OPINION: Last month's passing of loved Southland Hospital nurse Rachel Peek brought 100 nurses to talk of their time as students living in the Nurses' Home at the hospital, writes Pat Veltkamp Smith in And Another Thing.
Lesley Gray shared the regulations in force in 1955, the year she and Rachel had next-door rooms.
Signed by the Lady Superintendent Miss C M Lucas, they were strictly enforced and Caroline May, as the girls knew her in private, had an instinct for knowing when a rule was flouted.
The rules said a nurse must never sleep in another nurse's room.
She must be in her own room by 10.30pm with the light out by 11pm, with silence to reign supreme after that hour.
“Loitering" was never permitted, not in hospital corridors going on or off shift, nor at the hospital gates or front door when returning from a permitted pass out, with the leave book to be correctly signed on re-entry.
Some visiting was permitted, but only of off-duty nurses; the visitor to remain in the waiting room and be shown the door no later than 10pm.
Nurses were not allowed to miss a meal, or to take dishes to the bedroom without signed sickness authority from the Home Sister.
Only the Supervising Sister could give written permission to use the telephone for a toll call and the phone was to be used only in off-duty time.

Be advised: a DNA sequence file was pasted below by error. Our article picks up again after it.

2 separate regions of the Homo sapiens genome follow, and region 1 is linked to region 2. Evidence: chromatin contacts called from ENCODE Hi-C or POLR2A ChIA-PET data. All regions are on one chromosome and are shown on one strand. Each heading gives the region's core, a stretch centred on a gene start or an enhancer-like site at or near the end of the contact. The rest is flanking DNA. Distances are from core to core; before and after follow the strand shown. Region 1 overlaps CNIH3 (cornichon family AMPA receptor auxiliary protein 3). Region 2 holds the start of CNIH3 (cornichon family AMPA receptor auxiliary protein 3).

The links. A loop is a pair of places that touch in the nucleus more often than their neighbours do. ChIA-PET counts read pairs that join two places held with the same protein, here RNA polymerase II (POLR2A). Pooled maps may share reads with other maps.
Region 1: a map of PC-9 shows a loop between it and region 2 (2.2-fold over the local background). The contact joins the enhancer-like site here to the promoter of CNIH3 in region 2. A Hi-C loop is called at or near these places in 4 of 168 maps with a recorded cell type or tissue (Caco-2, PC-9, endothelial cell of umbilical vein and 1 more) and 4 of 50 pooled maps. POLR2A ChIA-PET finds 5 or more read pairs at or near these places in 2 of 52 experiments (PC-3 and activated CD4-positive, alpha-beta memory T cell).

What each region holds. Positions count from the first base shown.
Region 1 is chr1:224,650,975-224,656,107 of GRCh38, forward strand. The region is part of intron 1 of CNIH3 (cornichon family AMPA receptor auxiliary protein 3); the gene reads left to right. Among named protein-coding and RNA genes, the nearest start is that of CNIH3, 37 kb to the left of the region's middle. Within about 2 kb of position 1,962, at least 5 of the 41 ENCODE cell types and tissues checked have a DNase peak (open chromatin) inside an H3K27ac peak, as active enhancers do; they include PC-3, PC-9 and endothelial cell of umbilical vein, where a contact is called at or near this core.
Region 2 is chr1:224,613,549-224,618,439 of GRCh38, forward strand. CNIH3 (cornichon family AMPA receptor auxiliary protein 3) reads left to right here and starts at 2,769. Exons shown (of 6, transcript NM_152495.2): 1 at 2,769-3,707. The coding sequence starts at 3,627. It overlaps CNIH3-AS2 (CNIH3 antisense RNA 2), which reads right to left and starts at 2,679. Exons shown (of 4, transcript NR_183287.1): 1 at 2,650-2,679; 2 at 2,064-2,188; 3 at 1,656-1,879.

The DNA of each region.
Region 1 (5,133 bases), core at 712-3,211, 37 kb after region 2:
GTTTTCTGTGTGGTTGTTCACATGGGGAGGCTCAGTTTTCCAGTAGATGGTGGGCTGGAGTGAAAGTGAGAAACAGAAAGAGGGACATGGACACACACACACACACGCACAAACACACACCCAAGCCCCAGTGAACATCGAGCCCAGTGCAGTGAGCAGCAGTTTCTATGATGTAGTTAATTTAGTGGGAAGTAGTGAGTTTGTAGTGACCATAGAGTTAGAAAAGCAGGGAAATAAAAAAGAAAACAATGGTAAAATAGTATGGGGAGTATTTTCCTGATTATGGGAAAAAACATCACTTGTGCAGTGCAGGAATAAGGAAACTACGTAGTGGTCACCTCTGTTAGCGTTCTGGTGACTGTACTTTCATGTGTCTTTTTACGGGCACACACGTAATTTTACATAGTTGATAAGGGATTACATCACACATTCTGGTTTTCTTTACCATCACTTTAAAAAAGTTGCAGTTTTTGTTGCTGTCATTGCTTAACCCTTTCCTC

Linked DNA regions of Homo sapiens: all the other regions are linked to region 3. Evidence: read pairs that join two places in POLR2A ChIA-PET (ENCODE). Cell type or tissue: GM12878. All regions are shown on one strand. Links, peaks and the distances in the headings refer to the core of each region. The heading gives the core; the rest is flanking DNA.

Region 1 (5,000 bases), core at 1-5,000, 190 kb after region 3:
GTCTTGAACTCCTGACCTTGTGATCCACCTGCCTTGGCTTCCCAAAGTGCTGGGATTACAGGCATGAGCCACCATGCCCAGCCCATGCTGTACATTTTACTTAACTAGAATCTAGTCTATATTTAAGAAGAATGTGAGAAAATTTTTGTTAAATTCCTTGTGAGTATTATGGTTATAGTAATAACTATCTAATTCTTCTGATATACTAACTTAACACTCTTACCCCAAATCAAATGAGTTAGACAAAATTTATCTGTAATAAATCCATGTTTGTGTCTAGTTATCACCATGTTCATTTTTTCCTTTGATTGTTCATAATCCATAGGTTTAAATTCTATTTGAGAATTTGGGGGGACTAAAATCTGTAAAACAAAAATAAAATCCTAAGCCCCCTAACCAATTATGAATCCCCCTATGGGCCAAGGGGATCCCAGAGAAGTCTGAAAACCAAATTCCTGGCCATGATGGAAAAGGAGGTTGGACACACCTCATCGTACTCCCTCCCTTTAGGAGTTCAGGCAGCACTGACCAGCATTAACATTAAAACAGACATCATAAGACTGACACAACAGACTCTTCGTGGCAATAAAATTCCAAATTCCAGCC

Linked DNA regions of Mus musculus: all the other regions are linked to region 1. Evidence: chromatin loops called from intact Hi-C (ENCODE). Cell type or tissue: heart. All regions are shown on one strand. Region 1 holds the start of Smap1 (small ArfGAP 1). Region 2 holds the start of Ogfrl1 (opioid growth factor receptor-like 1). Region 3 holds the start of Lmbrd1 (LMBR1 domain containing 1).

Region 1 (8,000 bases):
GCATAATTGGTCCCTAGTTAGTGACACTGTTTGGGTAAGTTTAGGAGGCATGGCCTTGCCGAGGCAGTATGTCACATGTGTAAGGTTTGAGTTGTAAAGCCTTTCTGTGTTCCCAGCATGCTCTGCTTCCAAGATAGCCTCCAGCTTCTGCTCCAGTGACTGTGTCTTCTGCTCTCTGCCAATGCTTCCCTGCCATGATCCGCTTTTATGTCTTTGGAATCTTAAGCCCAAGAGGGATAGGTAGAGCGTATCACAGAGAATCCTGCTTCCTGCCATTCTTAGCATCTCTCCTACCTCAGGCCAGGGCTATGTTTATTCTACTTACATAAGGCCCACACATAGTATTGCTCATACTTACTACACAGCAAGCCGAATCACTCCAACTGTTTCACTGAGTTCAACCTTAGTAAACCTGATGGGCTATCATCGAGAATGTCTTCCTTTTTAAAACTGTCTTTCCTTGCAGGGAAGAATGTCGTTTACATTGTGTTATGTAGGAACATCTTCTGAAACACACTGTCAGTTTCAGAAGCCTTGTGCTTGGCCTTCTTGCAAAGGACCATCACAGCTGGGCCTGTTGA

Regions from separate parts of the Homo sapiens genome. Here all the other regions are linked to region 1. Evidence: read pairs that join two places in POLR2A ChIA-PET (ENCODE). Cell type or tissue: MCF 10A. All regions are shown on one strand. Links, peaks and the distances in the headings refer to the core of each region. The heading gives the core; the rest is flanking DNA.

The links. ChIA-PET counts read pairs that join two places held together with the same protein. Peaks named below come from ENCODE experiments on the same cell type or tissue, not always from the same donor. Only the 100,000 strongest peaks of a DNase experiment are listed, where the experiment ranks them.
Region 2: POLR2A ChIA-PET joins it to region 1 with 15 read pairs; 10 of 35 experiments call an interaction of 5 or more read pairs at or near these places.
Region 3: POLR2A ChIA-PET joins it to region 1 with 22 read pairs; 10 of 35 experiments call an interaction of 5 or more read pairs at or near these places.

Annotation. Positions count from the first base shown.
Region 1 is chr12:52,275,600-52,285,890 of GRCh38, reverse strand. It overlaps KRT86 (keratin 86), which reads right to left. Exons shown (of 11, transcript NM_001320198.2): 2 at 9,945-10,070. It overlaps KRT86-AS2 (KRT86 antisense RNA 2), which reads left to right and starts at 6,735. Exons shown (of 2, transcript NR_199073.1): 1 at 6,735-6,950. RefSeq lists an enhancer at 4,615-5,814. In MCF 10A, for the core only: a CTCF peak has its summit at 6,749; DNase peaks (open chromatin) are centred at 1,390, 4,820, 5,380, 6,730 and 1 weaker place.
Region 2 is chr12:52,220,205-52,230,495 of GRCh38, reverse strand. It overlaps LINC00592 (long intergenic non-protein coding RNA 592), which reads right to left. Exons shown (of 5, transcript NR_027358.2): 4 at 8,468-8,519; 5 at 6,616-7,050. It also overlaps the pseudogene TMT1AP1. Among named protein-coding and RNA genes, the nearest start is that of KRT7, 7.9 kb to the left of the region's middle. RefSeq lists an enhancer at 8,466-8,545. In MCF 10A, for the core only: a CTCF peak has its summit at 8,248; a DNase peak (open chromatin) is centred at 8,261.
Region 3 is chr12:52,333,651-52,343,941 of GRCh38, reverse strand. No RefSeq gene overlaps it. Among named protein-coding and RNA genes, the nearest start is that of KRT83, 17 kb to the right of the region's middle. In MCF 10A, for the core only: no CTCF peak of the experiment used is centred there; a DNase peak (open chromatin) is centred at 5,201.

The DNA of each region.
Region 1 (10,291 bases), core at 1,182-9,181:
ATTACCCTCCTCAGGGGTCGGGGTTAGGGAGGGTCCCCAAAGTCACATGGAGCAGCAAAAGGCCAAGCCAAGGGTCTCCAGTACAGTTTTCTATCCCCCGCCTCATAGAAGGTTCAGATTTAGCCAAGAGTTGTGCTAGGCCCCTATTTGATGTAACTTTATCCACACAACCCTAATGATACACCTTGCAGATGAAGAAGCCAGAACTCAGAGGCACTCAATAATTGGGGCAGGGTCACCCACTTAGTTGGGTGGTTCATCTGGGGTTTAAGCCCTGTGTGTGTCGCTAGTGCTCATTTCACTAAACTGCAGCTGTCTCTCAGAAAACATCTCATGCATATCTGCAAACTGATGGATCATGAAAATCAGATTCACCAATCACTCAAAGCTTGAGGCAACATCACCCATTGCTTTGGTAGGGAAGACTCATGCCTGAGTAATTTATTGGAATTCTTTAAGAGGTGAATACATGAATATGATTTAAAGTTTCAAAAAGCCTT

Smoking was forbidden in corridors of the Nurses' Home and in the hospital grounds, but the habit must have been acknowledged because the rules reminded nurses of the need for “extreme care in extinguishing matches and cigarette butts".
Uniforms were hugely important, with instructions about their use and wear including rules that no cardigans might be worn, only the correct cape, available from the Sister in charge of the sewing room.
The uniform was to be treated with care, not worn when cleaning or doing washing, although the nurse could send “six overalls and two dress uniforms" to the laundry each week.
Confidentiality was important.
“No Hospital matters, whatsoever, may be spoken of out of the Hospital.
“Nurses must have permission from the Senior Sister before visiting patients.
“Nurses are not permitted to talk or fraternise with patients in the Hospital or grounds."
That was something those student nurses made together.
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